At the beginning of the school year, the Sustainability Office began to look at a product called Vendingmiser to reduce the energy used my Pepsi and snack machines on campus. Vendingmisers work with a motion sensor to shut down lights and cooling compressors when they do not detect a customer. At the same time, the monitor the vending machine’s temperature to never let it rise too high if someone doesn’t happen to walk by. It’s a great product that saves an average of 46% per unit, and it is a great option for anyone with a vending machine.
However, while talking to Dining Services (the department who manages vending on campus), Audrey Charron had a better idea. Who needs all these vending machines anyways? Working with PLU’s Pepsi representative, we were able to identify 9 machines on campus that get almost little to no use whatsoever. They just lurch silently sucking electricity in our hallways without ever serving a purpose. And don’t forget, our electricity rate just went up by 17%.
For these 9 machines, the game is over. Pepsi will be taking them out by the end of J-term. This saves them the time and energy of checking the machines week after week, but never needing to fill them, and it saves PLU the electricity. Some of the machines being removed are newer than others on campus that are being kept. Some are EnergyStar rated, and use much less energy to begin with. For those machines, they aren’t leaving entirely, but replacing the older energy suckers from other buildings.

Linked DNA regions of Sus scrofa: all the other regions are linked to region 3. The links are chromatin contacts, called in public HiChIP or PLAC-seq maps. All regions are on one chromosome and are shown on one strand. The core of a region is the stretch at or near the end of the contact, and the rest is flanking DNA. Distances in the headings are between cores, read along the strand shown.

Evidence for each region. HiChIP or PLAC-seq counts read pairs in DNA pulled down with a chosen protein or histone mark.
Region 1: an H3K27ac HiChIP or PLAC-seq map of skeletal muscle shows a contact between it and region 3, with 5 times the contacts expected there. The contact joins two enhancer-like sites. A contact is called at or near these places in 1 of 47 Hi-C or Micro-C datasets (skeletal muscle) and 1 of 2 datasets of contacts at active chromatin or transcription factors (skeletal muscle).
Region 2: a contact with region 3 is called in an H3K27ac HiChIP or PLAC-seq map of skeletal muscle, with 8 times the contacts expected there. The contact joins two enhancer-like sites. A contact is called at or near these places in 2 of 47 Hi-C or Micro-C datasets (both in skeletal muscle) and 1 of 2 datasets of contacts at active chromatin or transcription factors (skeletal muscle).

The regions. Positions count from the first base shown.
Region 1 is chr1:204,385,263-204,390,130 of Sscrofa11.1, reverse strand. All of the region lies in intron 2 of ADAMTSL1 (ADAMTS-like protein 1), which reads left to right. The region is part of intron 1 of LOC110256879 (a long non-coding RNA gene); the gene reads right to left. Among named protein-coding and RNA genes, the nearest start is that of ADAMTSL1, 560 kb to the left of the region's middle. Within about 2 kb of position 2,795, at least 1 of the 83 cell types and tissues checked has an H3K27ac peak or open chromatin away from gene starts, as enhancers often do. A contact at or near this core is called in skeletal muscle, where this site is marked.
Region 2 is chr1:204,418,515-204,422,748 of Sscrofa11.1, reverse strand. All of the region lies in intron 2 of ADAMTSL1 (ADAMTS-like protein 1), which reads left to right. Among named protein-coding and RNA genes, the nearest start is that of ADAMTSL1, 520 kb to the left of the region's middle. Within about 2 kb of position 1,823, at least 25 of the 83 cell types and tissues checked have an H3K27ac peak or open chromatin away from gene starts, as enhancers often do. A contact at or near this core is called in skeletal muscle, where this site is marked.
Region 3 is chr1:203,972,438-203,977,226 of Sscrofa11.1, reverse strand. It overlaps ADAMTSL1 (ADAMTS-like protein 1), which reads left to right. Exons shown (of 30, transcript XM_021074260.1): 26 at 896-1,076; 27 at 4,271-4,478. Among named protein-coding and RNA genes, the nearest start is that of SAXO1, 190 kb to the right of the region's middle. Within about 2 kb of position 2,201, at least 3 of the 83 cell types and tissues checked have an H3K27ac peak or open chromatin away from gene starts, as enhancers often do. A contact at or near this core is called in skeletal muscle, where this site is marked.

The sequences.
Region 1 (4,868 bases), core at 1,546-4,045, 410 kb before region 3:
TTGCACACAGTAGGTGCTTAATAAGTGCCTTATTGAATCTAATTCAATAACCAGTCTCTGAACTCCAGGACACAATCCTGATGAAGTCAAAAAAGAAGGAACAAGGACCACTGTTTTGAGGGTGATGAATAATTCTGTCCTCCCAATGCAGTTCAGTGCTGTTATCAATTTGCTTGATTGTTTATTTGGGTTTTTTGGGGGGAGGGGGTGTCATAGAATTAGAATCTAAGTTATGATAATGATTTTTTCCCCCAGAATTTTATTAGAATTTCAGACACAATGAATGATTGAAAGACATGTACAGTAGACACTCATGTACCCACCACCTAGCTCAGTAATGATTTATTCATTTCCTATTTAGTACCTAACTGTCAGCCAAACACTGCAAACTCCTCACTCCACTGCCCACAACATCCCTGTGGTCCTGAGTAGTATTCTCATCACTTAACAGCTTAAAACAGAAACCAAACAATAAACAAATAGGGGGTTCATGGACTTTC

So the locations that are having their vending machines slain this month are:
1. The second one in upstairs Eastvold
2. The water vending machine in Harstad
3. The Gatorade machine in Olson
4. The second soda machine in Rieke
5. Tinglestad floor number 2
6. Tinglestad floor number 6
7. The Memorial Gym building (not Names)
8. The third machine in Hauge’s second floor lounge
9. The water machine in the UC
The Pepsi machines in Ingram is also on the list as a potential removal.
This cuts our vending machines on campus by almost 25%! An amazing drop in wasted electricity, wasted gas and emissions to Pepsi and not to mention, a step towards no bottled water on campus (Good job Take Back the Tap folks).